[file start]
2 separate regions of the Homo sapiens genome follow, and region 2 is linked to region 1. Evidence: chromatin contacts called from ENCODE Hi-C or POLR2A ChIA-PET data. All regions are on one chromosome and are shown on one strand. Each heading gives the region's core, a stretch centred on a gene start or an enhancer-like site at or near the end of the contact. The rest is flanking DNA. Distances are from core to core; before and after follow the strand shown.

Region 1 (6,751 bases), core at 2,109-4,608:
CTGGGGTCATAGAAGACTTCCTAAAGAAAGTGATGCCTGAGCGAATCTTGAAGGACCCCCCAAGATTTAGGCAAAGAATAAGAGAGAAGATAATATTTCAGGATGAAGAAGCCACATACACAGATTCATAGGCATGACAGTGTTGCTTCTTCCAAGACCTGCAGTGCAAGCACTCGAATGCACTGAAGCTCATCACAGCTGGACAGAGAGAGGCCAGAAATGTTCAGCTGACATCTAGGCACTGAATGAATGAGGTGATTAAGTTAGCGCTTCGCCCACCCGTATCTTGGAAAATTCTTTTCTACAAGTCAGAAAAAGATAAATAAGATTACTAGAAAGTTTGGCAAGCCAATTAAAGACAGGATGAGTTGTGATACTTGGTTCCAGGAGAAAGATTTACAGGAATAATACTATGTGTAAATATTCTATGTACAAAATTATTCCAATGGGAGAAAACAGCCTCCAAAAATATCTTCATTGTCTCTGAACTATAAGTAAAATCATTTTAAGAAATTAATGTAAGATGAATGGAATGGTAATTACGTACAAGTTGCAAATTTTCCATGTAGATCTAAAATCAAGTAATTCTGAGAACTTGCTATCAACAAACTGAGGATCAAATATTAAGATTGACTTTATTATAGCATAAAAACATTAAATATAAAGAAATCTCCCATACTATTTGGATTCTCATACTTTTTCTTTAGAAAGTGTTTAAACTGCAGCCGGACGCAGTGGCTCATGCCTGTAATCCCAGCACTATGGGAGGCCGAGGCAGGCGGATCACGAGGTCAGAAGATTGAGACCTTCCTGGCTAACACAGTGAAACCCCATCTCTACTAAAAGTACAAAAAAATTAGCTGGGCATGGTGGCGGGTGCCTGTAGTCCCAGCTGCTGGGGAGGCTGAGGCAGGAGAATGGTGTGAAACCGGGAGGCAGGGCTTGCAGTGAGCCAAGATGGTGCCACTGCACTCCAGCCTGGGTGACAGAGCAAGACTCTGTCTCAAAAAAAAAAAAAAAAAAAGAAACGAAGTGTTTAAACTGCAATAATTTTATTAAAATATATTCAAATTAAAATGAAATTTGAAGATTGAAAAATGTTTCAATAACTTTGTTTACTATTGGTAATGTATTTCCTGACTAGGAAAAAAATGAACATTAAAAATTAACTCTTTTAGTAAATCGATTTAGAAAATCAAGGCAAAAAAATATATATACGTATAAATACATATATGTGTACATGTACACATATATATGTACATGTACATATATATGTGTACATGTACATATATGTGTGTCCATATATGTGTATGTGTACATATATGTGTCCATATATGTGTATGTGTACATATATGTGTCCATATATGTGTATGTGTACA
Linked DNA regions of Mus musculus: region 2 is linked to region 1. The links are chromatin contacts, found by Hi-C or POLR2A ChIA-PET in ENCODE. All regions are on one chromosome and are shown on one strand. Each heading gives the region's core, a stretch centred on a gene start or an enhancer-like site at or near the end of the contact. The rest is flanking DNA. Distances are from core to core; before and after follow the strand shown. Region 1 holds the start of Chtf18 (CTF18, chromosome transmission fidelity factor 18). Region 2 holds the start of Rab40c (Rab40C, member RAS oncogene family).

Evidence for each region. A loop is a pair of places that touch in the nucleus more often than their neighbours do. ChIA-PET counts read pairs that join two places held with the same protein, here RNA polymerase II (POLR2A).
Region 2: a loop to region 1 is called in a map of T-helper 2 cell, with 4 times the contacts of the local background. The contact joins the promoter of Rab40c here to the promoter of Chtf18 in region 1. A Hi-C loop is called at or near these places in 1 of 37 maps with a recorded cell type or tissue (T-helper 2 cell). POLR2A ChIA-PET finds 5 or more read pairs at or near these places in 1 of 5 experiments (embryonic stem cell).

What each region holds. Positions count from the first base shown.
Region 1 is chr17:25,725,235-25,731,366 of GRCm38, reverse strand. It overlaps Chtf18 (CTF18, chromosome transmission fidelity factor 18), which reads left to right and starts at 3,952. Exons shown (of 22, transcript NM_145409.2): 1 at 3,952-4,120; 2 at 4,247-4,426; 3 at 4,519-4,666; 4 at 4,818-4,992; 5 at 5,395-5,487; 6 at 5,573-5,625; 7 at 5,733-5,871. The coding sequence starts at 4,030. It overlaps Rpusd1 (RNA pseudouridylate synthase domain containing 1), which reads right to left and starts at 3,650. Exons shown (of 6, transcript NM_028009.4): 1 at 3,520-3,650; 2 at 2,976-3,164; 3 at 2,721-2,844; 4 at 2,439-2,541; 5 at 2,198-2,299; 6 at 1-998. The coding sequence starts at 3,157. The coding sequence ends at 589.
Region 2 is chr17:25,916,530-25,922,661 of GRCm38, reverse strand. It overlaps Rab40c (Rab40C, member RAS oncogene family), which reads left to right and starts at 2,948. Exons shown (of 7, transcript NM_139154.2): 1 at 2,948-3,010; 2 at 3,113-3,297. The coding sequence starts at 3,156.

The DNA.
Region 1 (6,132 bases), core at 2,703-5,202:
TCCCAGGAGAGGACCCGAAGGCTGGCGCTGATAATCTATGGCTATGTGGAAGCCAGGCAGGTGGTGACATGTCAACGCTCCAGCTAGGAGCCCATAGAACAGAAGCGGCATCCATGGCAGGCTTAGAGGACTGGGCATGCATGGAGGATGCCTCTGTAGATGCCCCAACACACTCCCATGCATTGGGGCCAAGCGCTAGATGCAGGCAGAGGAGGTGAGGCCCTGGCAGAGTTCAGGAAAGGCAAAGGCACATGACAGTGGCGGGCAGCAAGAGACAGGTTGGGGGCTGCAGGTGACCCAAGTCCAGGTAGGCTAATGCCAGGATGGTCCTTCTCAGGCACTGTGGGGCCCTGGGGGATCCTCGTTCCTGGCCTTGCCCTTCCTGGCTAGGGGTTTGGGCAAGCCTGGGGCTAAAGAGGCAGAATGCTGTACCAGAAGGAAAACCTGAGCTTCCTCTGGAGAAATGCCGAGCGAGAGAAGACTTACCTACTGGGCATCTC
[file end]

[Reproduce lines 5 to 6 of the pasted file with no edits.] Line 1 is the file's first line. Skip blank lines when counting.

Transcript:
Evidence for each region. A loop is a pair of places that touch in the nucleus more often than their neighbours do. ChIA-PET counts read pairs that join two places held with the same protein, here RNA polymerase II (POLR2A).
Region 2: a loop to region 1 is called in a map of T-helper 2 cell, with 4 times the contacts of the local background. The contact joins the promoter of Rab40c here to the promoter of Chtf18 in region 1. A Hi-C loop is called at or near these places in 1 of 37 maps with a recorded cell type or tissue (T-helper 2 cell). POLR2A ChIA-PET finds 5 or more read pairs at or near these places in 1 of 5 experiments (embryonic stem cell).